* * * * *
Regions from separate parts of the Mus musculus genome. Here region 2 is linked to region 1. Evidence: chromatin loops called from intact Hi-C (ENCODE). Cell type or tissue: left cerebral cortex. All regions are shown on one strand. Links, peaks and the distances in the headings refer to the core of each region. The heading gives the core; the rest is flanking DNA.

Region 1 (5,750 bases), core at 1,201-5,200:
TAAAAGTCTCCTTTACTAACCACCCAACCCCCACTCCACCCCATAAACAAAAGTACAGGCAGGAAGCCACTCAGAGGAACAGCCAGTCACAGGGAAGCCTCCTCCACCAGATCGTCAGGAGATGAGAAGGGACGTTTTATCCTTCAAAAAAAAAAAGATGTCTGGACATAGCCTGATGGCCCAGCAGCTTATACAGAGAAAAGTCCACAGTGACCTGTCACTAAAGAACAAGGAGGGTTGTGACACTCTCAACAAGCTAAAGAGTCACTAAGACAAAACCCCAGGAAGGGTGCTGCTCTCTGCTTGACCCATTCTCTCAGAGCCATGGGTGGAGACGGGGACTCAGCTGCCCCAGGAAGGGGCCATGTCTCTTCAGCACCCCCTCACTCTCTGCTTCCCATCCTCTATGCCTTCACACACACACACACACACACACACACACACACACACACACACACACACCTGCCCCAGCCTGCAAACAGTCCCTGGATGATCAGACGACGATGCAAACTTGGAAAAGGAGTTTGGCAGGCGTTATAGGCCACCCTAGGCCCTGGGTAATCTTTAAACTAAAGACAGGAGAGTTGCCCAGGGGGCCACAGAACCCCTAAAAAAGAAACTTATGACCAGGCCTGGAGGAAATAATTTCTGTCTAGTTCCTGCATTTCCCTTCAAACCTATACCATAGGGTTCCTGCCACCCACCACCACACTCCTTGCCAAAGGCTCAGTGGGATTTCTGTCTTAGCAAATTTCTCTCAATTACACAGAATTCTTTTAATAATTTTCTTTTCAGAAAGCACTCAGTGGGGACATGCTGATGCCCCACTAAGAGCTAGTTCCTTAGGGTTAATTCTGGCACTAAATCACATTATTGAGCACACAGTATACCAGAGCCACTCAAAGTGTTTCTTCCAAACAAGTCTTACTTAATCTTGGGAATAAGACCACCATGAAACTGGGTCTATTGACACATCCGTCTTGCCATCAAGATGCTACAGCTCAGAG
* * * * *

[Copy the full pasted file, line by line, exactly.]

Regions from separate parts of the Mus musculus genome. Here region 2 is linked to region 1. Evidence: chromatin loops called from intact Hi-C (ENCODE). Cell type or tissue: left cerebral cortex. All regions are shown on one strand. Links, peaks and the distances in the headings refer to the core of each region. The heading gives the core; the rest is flanking DNA.

Region 1 (5,750 bases), core at 1,201-5,200:
TAAAAGTCTCCTTTACTAACCACCCAACCCCCACTCCACCCCATAAACAAAAGTACAGGCAGGAAGCCACTCAGAGGAACAGCCAGTCACAGGGAAGCCTCCTCCACCAGATCGTCAGGAGATGAGAAGGGACGTTTTATCCTTCAAAAAAAAAAAGATGTCTGGACATAGCCTGATGGCCCAGCAGCTTATACAGAGAAAAGTCCACAGTGACCTGTCACTAAAGAACAAGGAGGGTTGTGACACTCTCAACAAGCTAAAGAGTCACTAAGACAAAACCCCAGGAAGGGTGCTGCTCTCTGCTTGACCCATTCTCTCAGAGCCATGGGTGGAGACGGGGACTCAGCTGCCCCAGGAAGGGGCCATGTCTCTTCAGCACCCCCTCACTCTCTGCTTCCCATCCTCTATGCCTTCACACACACACACACACACACACACACACACACACACACACACACACACCTGCCCCAGCCTGCAAACAGTCCCTGGATGATCAGACGACGATGCAAACTTGGAAAAGGAGTTTGGCAGGCGTTATAGGCCACCCTAGGCCCTGGGTAATCTTTAAACTAAAGACAGGAGAGTTGCCCAGGGGGCCACAGAACCCCTAAAAAAGAAACTTATGACCAGGCCTGGAGGAAATAATTTCTGTCTAGTTCCTGCATTTCCCTTCAAACCTATACCATAGGGTTCCTGCCACCCACCACCACACTCCTTGCCAAAGGCTCAGTGGGATTTCTGTCTTAGCAAATTTCTCTCAATTACACAGAATTCTTTTAATAATTTTCTTTTCAGAAAGCACTCAGTGGGGACATGCTGATGCCCCACTAAGAGCTAGTTCCTTAGGGTTAATTCTGGCACTAAATCACATTATTGAGCACACAGTATACCAGAGCCACTCAAAGTGTTTCTTCCAAACAAGTCTTACTTAATCTTGGGAATAAGACCACCATGAAACTGGGTCTATTGACACATCCGTCTTGCCATCAAGATGCTACAGCTCAGAG